Provisioning Postgres from Docker to Kubernetes

Creating a container for a database isn't overkill. In fact, it allows you to bring all the advantages of containers to your DB. This article will show you how.

6 months ago   •   8 min read

By Shanika Wickramasinghe
Table of contents

In this post, we will see how to create a Postgres container using Docker and restart Postgres containers without losing data. At the end of the article, we will deploy Postgres inside Kubernetes pods with a custom deployment that utilizes ConfigMaps and StatefulSets. Previously, we covered how to deploy Postgres inside Kubernetes using Helm charts - the Kubernetes package management system.

Deploy and Manage PostgreSQL on Kubernetes
We discuss how to easily deploy a PostgreSQL pod in Kubernetes.

Why use containerized databases?

Creating a container for a database may seem to add unnecessary overhead compared to simply installing it on a server. However, it allows users to bring all the advantages of containers to bear on their databases.

Separate Data and the Database

Containerization allows users to separate the database application and the data. As a result, it increases fault tolerance by enabling users to spin up a new container in the event of an application failure without affecting the underlying data. Additionally, containerization also allows users to scale and increase the availability of the database with relative ease.

Portability

The portability of containers helps users deploy and migrate databases to any supported containerized environment without any infrastructure or configuration changes. They also enable users to make configuration changes to the database application with minimal to no impact on underlying data in production environments. Furthermore, these containers lead to better resource utilization and decreased overall costs as they are inherently lightweight compared to other solutions like VMs.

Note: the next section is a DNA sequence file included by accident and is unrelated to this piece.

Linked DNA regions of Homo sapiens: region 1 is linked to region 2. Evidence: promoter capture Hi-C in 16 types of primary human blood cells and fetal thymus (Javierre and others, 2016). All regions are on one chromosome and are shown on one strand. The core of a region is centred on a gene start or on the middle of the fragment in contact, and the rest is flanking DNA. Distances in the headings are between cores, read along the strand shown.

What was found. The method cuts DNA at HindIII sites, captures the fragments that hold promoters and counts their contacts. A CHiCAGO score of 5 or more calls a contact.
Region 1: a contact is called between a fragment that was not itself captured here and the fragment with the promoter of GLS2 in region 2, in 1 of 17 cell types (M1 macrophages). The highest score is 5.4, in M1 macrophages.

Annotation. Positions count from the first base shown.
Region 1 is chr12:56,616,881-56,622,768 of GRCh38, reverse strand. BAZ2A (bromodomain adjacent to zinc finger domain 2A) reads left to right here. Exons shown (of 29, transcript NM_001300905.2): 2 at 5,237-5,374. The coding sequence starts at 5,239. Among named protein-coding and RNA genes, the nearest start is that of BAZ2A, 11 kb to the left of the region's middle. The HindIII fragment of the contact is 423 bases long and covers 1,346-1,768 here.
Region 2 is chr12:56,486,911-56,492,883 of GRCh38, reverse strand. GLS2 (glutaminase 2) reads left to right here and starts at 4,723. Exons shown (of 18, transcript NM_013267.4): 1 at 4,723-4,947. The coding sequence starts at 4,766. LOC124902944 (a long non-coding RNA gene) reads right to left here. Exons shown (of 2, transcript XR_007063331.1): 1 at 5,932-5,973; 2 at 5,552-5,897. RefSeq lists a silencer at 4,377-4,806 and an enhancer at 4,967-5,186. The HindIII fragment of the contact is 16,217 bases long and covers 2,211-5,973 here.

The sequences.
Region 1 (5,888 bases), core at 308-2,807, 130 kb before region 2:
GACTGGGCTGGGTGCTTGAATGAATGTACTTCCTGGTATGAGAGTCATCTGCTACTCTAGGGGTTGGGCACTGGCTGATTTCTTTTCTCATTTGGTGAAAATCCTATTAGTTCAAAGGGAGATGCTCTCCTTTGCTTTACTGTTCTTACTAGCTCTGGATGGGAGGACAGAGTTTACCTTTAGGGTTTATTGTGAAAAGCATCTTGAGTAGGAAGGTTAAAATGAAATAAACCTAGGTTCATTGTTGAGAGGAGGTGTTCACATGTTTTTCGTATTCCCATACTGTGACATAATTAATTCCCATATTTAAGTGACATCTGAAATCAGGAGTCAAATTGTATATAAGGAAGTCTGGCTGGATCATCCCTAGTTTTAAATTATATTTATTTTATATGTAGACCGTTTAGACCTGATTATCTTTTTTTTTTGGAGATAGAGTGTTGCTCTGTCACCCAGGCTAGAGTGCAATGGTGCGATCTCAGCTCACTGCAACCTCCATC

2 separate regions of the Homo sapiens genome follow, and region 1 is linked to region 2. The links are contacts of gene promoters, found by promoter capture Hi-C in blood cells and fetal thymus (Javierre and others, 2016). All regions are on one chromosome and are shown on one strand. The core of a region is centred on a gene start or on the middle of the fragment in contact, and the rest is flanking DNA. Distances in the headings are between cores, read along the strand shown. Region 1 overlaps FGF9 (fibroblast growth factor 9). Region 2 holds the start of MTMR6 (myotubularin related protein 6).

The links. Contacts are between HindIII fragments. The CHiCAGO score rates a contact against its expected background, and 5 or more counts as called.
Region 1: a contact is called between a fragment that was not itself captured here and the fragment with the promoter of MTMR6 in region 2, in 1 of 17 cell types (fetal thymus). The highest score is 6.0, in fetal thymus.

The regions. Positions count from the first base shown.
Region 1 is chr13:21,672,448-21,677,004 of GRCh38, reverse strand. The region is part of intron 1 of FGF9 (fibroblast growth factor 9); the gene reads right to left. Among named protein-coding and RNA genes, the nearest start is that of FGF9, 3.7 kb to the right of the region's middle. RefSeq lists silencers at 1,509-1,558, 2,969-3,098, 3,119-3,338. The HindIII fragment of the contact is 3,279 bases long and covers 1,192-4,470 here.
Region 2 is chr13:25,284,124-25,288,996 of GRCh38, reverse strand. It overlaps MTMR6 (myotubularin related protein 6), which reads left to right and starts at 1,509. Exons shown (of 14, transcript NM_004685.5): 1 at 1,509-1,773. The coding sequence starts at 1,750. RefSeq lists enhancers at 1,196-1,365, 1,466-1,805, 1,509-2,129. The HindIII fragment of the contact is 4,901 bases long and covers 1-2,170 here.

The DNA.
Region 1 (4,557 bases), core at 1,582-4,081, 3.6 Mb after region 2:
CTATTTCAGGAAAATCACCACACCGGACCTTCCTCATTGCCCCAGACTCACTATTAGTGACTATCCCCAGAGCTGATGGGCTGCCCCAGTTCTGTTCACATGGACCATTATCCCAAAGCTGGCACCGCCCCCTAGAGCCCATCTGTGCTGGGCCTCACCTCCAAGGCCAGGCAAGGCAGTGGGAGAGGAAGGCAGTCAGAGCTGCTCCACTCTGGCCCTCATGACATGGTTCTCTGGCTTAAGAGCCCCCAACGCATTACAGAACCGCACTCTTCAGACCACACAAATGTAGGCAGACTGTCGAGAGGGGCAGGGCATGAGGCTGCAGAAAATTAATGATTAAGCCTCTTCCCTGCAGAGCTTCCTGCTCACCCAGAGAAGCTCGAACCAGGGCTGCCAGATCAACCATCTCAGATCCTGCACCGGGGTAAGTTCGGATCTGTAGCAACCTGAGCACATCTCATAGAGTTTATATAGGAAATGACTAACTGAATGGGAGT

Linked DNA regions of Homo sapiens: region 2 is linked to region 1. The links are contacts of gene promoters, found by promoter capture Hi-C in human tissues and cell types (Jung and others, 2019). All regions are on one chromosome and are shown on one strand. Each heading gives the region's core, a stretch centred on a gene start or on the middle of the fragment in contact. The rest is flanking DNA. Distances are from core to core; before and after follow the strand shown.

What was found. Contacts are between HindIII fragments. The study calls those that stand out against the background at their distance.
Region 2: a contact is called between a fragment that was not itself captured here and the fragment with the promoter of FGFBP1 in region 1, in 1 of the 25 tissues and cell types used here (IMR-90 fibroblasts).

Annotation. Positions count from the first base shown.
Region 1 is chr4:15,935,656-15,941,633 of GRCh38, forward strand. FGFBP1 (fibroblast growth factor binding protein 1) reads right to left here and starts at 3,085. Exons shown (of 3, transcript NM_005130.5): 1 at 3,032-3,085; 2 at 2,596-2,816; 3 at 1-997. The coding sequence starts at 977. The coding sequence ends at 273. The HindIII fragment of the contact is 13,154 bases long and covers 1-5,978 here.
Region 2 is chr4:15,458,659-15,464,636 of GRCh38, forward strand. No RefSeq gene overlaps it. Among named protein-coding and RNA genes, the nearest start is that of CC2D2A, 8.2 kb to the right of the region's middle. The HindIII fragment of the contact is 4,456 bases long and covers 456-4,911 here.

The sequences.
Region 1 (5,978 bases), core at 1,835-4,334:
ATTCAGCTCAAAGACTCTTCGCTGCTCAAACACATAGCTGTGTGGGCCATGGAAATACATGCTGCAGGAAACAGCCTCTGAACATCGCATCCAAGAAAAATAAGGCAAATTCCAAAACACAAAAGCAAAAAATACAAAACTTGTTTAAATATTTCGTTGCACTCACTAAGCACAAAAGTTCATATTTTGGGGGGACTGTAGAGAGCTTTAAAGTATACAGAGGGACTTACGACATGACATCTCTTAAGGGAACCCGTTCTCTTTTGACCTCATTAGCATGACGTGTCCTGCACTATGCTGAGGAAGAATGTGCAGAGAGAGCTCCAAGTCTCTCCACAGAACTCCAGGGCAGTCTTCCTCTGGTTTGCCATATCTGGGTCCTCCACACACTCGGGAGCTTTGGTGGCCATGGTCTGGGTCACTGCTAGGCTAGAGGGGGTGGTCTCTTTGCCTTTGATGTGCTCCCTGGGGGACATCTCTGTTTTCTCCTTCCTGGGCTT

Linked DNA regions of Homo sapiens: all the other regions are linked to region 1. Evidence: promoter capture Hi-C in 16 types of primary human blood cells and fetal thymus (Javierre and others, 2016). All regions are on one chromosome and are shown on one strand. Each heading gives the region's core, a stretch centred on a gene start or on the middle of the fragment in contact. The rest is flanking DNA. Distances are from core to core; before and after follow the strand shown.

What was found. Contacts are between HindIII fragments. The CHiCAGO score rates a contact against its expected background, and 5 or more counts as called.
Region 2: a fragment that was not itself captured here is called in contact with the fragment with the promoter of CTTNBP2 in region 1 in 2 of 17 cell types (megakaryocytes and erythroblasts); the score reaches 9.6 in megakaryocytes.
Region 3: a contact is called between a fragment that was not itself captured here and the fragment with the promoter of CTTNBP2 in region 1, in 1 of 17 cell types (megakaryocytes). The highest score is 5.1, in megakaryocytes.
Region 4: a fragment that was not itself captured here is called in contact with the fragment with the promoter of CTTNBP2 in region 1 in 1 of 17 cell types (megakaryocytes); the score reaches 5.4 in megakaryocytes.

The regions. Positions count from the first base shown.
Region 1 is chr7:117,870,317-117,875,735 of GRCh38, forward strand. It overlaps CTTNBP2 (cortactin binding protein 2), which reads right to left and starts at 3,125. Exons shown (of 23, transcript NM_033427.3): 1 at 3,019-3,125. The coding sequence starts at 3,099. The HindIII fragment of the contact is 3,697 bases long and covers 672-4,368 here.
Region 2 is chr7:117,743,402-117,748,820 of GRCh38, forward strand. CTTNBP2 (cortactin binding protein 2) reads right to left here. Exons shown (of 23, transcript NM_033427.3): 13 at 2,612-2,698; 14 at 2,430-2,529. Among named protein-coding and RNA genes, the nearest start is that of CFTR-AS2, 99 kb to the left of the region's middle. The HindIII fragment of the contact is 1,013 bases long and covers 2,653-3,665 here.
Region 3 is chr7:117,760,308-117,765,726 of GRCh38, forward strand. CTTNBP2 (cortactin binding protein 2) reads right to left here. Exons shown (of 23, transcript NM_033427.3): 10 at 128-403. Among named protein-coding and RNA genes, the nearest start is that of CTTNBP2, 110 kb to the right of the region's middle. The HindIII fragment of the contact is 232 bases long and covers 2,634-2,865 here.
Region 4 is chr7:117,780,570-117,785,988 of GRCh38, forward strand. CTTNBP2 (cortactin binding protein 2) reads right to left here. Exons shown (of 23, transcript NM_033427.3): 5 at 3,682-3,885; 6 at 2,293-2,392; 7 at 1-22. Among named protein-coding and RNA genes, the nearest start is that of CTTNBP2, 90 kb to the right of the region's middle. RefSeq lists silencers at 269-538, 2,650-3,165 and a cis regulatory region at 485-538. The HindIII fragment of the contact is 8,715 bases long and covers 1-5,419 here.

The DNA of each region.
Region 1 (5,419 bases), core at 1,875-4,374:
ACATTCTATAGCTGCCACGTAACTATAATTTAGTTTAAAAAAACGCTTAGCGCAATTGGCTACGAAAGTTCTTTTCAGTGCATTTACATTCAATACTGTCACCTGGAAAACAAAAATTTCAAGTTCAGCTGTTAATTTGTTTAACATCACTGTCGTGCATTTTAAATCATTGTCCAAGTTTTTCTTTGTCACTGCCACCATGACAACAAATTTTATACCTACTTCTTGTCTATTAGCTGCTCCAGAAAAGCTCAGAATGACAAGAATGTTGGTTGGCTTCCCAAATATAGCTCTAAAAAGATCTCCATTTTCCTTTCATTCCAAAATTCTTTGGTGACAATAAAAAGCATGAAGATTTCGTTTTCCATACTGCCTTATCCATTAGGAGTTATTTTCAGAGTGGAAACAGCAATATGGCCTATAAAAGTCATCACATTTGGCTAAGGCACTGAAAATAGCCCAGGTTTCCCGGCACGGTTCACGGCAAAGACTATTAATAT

Creating a containerized database

First, we need an image to act as the base for our container. While we can create an image from scratch, it will be unnecessary in most cases as common software like Postgres provides official container images with the option to customize the container. Therefore, we will use the official Postgres image in the Docker hub for creating this database container.

Screenshot of docker hub
The official Postgres image in Docker Hub

Next up? Time to create the container configuration. This can be done easily via the docker-compose file.

version: '3.1'
services:
	postgres-db:
		container_name: postgres-db
		image: postgres:latest
		restart: always
		environment:
			POSTGRES_USER: testadmin
			POSTGRES_PASSWORD: test123
			POSTGRES_DB: testdb
			PGDATA: /var/lib/postgresql/data/pgdata
		volumes:
			- postgres-db-data:/var/lib/postgresql/data
		ports:
			- 5432:5432
volumes:
	postgres-db-data:
		name: postgres-db-data

We create a docker volume to store the Postgres data in the above configuration. Since this volume is reusable, you can recover the underlying data even if the container is removed. For the Postgres container, we use the latest Postgres image with environment variables setting the user, password, database, and data location within the container. In the volume section, we map the internal container data location to our volume and expose port 5432.